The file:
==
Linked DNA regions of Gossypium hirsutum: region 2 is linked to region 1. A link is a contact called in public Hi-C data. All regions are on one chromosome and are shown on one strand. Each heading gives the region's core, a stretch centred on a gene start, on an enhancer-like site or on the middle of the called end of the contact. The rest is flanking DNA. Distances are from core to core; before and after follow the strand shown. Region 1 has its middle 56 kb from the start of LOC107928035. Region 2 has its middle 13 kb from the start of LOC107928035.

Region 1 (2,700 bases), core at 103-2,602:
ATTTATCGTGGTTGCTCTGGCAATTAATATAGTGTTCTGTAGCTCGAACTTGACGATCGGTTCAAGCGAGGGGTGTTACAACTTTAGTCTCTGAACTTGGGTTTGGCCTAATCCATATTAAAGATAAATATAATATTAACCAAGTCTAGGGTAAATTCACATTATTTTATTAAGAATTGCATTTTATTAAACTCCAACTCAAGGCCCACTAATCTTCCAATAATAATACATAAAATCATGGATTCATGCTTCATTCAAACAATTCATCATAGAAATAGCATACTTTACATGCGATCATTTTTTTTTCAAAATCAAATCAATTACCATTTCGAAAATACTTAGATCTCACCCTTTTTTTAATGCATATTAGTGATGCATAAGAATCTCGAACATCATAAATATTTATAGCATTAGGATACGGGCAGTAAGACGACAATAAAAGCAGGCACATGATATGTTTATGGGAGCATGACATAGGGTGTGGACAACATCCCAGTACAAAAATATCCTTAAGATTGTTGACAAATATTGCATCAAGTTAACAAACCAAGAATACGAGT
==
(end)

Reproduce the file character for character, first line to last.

Linked DNA regions of Gossypium hirsutum: region 2 is linked to region 1. A link is a contact called in public Hi-C data. All regions are on one chromosome and are shown on one strand. Each heading gives the region's core, a stretch centred on a gene start, on an enhancer-like site or on the middle of the called end of the contact. The rest is flanking DNA. Distances are from core to core; before and after follow the strand shown. Region 1 has its middle 56 kb from the start of LOC107928035. Region 2 has its middle 13 kb from the start of LOC107928035.

Region 1 (2,700 bases), core at 103-2,602:
ATTTATCGTGGTTGCTCTGGCAATTAATATAGTGTTCTGTAGCTCGAACTTGACGATCGGTTCAAGCGAGGGGTGTTACAACTTTAGTCTCTGAACTTGGGTTTGGCCTAATCCATATTAAAGATAAATATAATATTAACCAAGTCTAGGGTAAATTCACATTATTTTATTAAGAATTGCATTTTATTAAACTCCAACTCAAGGCCCACTAATCTTCCAATAATAATACATAAAATCATGGATTCATGCTTCATTCAAACAATTCATCATAGAAATAGCATACTTTACATGCGATCATTTTTTTTTCAAAATCAAATCAATTACCATTTCGAAAATACTTAGATCTCACCCTTTTTTTAATGCATATTAGTGATGCATAAGAATCTCGAACATCATAAATATTTATAGCATTAGGATACGGGCAGTAAGACGACAATAAAAGCAGGCACATGATATGTTTATGGGAGCATGACATAGGGTGTGGACAACATCCCAGTACAAAAATATCCTTAAGATTGTTGACAAATATTGCATCAAGTTAACAAACCAAGAATACGAGT